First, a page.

Aecom’s Phillips added that it is not just trade skills that are difficult to secure. “The current pool of qualified project managers and other skilled positions is aging, and many are reaching retirement age. Younger replacements for this aging workforce are becoming more difficult to identify and secure. This impacts projects in progress, as well as those projects in the planning stages.”

SNC-Lavalin’s Clarke presented a slightly different view. “Labor hasn’t been a significant factor in the scheduling of recent projects (within the past two years),” he explained. “The mining industry has been in a slump and now with oil prices low and some capital spending constraints with oil companies, the heat is coming off the construction labor market generally.

“However, in my experience, it has always been very difficult to predict the full impact of skilled labor availability for projects,” he said. “Craft labor availability is very regional, and very dependent on specific trades. The timing of when these trades are required on one project over another can be quite variable.

“I’ve found that labor supply is usually manageable as long as the major construction companies have visibility of the requirements (engage them early in the project development), and mitigation plans like temporary foreign-worker policies and off-site modularization or pre-assembly schemes are considered where local skilled labor may be in short supply.”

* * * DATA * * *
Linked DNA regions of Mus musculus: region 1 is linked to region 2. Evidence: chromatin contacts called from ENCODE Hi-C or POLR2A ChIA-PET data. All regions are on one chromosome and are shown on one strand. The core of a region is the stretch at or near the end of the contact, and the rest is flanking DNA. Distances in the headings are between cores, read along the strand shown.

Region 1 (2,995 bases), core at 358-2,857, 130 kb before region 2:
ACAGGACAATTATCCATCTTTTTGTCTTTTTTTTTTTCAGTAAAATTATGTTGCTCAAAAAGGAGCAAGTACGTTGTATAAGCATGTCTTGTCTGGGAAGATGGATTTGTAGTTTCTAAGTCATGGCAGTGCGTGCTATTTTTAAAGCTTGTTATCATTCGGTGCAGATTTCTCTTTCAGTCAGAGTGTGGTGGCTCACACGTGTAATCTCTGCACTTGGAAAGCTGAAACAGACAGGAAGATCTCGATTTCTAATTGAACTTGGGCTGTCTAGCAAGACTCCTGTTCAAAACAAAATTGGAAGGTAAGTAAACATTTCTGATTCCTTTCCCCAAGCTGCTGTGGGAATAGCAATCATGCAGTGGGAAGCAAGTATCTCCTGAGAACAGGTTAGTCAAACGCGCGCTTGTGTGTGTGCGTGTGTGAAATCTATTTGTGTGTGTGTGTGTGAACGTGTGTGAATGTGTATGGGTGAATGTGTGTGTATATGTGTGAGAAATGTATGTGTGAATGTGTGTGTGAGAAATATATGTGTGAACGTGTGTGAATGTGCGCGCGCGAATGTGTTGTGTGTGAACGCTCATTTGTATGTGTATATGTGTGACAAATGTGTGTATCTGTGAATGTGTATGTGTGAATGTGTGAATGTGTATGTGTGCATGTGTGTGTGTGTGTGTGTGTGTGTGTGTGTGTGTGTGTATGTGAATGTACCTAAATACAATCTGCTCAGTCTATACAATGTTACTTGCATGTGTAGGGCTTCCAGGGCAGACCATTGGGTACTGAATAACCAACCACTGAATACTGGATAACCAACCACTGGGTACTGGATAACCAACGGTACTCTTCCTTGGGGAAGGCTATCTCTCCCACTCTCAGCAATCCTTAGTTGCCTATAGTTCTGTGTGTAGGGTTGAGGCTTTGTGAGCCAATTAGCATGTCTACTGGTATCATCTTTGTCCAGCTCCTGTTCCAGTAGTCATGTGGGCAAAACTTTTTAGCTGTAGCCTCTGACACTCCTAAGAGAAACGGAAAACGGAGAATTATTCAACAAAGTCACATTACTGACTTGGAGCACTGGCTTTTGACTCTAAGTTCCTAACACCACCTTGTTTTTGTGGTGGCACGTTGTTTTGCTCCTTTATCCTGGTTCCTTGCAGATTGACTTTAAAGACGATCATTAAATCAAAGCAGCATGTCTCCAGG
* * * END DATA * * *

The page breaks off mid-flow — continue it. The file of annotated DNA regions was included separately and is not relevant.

Amec Foster Wheeler is providing EPC services at Newmont’s Leeville gold mine in Nevada.
Amec Foster Wheeler is providing EPC services at Newmont’s Leeville gold mine in Nevada.

Usually having wider experience in a greater range of projects, EPCM contractors may well have a different perspective from their clients on how things should be done. E&MJ asked what client companies should do better in order to bring development or expansion projects in on budget.